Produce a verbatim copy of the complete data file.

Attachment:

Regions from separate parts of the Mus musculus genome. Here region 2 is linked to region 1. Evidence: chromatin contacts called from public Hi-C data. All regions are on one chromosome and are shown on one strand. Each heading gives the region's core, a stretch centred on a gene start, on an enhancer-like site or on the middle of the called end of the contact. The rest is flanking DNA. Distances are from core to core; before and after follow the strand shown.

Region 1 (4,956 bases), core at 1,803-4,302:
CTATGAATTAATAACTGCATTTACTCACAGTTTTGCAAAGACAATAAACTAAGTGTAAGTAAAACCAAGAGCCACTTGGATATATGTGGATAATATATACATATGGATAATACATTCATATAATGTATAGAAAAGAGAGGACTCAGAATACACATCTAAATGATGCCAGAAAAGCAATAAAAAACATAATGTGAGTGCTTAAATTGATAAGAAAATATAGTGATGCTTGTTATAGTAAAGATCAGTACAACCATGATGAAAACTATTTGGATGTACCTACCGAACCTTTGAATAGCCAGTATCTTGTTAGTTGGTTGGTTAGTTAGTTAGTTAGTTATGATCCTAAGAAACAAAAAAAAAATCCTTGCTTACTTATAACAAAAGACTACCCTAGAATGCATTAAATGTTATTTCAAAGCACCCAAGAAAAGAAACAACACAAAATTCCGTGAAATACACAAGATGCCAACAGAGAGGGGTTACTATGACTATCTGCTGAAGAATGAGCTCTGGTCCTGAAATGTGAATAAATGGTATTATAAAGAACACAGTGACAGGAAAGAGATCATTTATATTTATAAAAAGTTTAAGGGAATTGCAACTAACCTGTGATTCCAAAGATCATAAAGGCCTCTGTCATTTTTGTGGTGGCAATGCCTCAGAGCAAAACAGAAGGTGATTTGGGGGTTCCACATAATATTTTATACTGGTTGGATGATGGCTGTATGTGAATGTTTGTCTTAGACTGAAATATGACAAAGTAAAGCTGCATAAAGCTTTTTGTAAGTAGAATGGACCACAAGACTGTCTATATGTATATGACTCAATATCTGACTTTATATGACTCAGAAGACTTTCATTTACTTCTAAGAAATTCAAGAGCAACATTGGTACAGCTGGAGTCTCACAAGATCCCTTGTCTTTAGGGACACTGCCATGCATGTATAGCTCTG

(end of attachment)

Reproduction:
Regions from separate parts of the Mus musculus genome. Here region 2 is linked to region 1. Evidence: chromatin contacts called from public Hi-C data. All regions are on one chromosome and are shown on one strand. Each heading gives the region's core, a stretch centred on a gene start, on an enhancer-like site or on the middle of the called end of the contact. The rest is flanking DNA. Distances are from core to core; before and after follow the strand shown.

Region 1 (4,956 bases), core at 1,803-4,302:
CTATGAATTAATAACTGCATTTACTCACAGTTTTGCAAAGACAATAAACTAAGTGTAAGTAAAACCAAGAGCCACTTGGATATATGTGGATAATATATACATATGGATAATACATTCATATAATGTATAGAAAAGAGAGGACTCAGAATACACATCTAAATGATGCCAGAAAAGCAATAAAAAACATAATGTGAGTGCTTAAATTGATAAGAAAATATAGTGATGCTTGTTATAGTAAAGATCAGTACAACCATGATGAAAACTATTTGGATGTACCTACCGAACCTTTGAATAGCCAGTATCTTGTTAGTTGGTTGGTTAGTTAGTTAGTTAGTTATGATCCTAAGAAACAAAAAAAAAATCCTTGCTTACTTATAACAAAAGACTACCCTAGAATGCATTAAATGTTATTTCAAAGCACCCAAGAAAAGAAACAACACAAAATTCCGTGAAATACACAAGATGCCAACAGAGAGGGGTTACTATGACTATCTGCTGAAGAATGAGCTCTGGTCCTGAAATGTGAATAAATGGTATTATAAAGAACACAGTGACAGGAAAGAGATCATTTATATTTATAAAAAGTTTAAGGGAATTGCAACTAACCTGTGATTCCAAAGATCATAAAGGCCTCTGTCATTTTTGTGGTGGCAATGCCTCAGAGCAAAACAGAAGGTGATTTGGGGGTTCCACATAATATTTTATACTGGTTGGATGATGGCTGTATGTGAATGTTTGTCTTAGACTGAAATATGACAAAGTAAAGCTGCATAAAGCTTTTTGTAAGTAGAATGGACCACAAGACTGTCTATATGTATATGACTCAATATCTGACTTTATATGACTCAGAAGACTTTCATTTACTTCTAAGAAATTCAAGAGCAACATTGGTACAGCTGGAGTCTCACAAGATCCCTTGTCTTTAGGGACACTGCCATGCATGTATAGCTCTG